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  Home > Women and Gender Studies > Women's Studies >

Complex Inequality and Working Mothers
Complex Inequality and Working Mothers

Our Price:39.00
Authors: Clare O'Hagan
Affiliation: Research Fellow working on gender equality at the University of Limerick
Publication Year: Hardback March 2015
Pages: 296
Size: 234 x 156mm

ISBN: 9781782051244

This book explores the ways that women combine motherhood with paid work in contemporary Ireland and the consequences for individual women, families, childminders and Irish society. This book demonstrates the difficulties women encounter when trying to satisfy working and mothering lives which are governed by quite different values.

Drawing on focus groups and interviews with women who combine motherhood with paid work in Ireland, this book reveals the difficulties, complexities and dilemmas women experience and reveals that there is a complex system of inequality which occurs when women combine motherhood with paid work. These inequalities occur at individual, discursive, social and structural levels and their combination makes it difficult for women to satisfy working and mothering lives.

Contemporary society uses maternity to divide and conquer women, both in public and private spheres, and women's inequalities are maintained because the issue is privatised, women are silenced and ignored. This book looks at the gender system which creates this complex inequality and reveals that by privileging some women sometimes, enduring inequalities are created for all women.

Average Rating: Average Rating: 5 of 5 5 of 5 Total Reviews: 1 Write a review »

  1 of 1 people found the following review helpful:
5 of 5 Complex Inequality and Working Mothers July 15, 2015
Reviewer: CHOICE-M. Gatta, Rutgers University and Wider Oppo from USA  
O'Hagan (Univ. of Limerick, Ireland) addresses an important theoretical and empirical gap in feminist scholarship by writing a comprehensive analysis of gender, work, and motherhood in Ireland.  Using the theoretical framework of feminist intersectionality along with in-depth interviews with a diverse group of working mothers, she significantly contributes to the understanding of how individuals experience inequalities and privilege in everyday life, and how various social structures - including state, workplace, family, and church - create and reinforce those inequalities.  Critical to O'Hagan's analysis is that she intentionally demonstrates the diversity of Irish working mothers, showing how they are not a monolithic group.  Instead, there are inequalities within the group, and as a result some women are able to experience greater privilege at times.  In her attempts to address the complex inequality that women experience, the author explores the impacts on women, children, families, child minders, and society.  She concludes with what she sees as a new gender regime rooted in challenging the traditional gendered ideology and organization of work and family, and proposes state policy structures to support that change.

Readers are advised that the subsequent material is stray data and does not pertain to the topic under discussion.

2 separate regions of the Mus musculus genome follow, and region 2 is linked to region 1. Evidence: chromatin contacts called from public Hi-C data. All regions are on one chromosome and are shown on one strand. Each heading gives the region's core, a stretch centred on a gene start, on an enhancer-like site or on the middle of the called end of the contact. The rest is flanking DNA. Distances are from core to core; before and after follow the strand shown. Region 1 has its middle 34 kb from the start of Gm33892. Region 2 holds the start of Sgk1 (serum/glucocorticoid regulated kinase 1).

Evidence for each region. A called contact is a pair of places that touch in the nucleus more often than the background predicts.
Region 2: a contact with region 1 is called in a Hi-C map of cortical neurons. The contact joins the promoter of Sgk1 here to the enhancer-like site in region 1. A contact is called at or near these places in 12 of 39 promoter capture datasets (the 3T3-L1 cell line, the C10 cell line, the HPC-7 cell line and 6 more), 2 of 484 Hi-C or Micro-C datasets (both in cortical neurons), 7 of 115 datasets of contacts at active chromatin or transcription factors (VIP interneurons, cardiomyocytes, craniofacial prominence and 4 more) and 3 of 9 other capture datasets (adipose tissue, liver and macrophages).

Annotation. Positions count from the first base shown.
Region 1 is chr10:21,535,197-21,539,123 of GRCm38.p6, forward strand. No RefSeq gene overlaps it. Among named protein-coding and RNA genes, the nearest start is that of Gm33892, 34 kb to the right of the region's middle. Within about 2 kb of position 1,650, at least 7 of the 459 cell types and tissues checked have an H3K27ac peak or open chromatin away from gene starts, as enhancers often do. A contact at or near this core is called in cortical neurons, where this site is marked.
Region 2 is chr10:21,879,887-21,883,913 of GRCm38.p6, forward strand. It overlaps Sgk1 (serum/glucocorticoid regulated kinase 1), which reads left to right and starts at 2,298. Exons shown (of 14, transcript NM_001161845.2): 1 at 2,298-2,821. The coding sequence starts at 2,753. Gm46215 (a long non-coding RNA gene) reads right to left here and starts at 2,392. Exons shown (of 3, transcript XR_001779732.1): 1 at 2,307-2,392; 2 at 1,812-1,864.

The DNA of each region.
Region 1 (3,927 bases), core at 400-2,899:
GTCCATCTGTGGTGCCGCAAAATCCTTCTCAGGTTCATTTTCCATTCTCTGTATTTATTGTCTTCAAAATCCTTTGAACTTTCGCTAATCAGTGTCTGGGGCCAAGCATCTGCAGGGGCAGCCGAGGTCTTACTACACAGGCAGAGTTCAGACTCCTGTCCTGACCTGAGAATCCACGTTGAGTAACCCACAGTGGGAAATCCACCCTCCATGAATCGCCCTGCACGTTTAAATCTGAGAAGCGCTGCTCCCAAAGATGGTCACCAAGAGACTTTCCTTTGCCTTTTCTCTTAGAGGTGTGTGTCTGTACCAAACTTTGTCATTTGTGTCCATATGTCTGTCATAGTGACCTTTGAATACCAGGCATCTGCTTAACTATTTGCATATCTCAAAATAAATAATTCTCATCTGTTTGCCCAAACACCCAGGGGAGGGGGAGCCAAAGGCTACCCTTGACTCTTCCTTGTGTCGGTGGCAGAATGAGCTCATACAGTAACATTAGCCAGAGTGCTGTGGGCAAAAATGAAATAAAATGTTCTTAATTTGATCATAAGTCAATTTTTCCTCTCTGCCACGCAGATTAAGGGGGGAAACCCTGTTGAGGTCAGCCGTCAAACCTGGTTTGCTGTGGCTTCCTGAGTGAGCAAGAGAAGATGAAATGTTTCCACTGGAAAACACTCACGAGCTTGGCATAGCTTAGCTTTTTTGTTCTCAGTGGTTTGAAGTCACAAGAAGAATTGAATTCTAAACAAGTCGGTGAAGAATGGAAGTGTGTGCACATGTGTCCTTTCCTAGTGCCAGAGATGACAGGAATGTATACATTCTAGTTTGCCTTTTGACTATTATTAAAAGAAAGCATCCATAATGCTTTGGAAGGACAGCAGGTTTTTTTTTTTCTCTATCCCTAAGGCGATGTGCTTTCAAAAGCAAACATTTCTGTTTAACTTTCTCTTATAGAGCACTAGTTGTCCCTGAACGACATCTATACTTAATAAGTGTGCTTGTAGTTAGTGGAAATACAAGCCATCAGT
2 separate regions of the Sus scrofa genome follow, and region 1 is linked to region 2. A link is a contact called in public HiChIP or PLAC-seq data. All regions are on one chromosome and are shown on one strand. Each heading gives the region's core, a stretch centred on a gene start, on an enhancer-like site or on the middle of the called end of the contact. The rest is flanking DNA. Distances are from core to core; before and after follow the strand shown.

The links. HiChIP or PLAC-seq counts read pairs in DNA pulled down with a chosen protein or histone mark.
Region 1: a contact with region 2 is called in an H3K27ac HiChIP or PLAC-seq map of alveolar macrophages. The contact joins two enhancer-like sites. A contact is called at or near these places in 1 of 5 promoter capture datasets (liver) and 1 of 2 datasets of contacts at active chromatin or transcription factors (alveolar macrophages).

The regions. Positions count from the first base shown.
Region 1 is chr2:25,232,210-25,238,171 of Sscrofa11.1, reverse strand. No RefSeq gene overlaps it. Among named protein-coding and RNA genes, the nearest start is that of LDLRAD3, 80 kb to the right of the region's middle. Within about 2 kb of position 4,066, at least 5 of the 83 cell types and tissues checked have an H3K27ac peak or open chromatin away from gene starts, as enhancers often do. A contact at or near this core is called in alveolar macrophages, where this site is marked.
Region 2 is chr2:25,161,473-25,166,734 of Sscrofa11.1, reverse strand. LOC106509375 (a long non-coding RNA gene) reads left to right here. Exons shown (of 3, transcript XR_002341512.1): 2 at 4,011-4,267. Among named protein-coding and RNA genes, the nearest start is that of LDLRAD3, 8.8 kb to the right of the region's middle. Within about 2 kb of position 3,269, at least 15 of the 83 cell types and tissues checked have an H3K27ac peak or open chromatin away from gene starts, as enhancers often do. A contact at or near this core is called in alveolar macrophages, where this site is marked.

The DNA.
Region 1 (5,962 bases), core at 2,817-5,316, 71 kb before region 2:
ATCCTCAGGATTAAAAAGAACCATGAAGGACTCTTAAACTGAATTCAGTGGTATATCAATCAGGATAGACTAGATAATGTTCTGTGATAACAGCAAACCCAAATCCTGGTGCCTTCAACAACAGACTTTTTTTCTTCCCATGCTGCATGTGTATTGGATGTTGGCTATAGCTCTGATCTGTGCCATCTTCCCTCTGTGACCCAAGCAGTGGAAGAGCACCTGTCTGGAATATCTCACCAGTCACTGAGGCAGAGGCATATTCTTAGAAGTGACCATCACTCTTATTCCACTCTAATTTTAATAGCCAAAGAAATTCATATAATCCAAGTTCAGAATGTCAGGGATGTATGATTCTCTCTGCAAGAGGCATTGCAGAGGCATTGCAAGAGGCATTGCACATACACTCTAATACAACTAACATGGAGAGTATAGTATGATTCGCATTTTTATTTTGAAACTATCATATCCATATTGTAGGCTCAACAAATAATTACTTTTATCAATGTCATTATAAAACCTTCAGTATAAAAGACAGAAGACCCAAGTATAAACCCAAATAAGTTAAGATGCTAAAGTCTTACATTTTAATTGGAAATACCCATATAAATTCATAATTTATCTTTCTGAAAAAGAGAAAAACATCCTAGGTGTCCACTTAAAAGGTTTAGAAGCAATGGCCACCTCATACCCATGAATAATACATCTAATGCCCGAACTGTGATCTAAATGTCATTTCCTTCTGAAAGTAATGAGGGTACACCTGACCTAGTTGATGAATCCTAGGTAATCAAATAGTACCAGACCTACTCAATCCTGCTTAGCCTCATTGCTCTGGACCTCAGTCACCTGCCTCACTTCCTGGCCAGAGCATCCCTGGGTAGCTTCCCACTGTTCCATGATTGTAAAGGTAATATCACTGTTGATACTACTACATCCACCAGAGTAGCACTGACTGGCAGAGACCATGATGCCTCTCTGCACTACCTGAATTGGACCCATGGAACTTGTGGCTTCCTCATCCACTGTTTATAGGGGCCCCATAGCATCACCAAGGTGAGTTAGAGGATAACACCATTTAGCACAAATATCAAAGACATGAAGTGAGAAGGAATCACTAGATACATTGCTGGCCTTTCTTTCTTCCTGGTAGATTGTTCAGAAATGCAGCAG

Summing Up: Highly recommended. Upper-division undergraduates and above.

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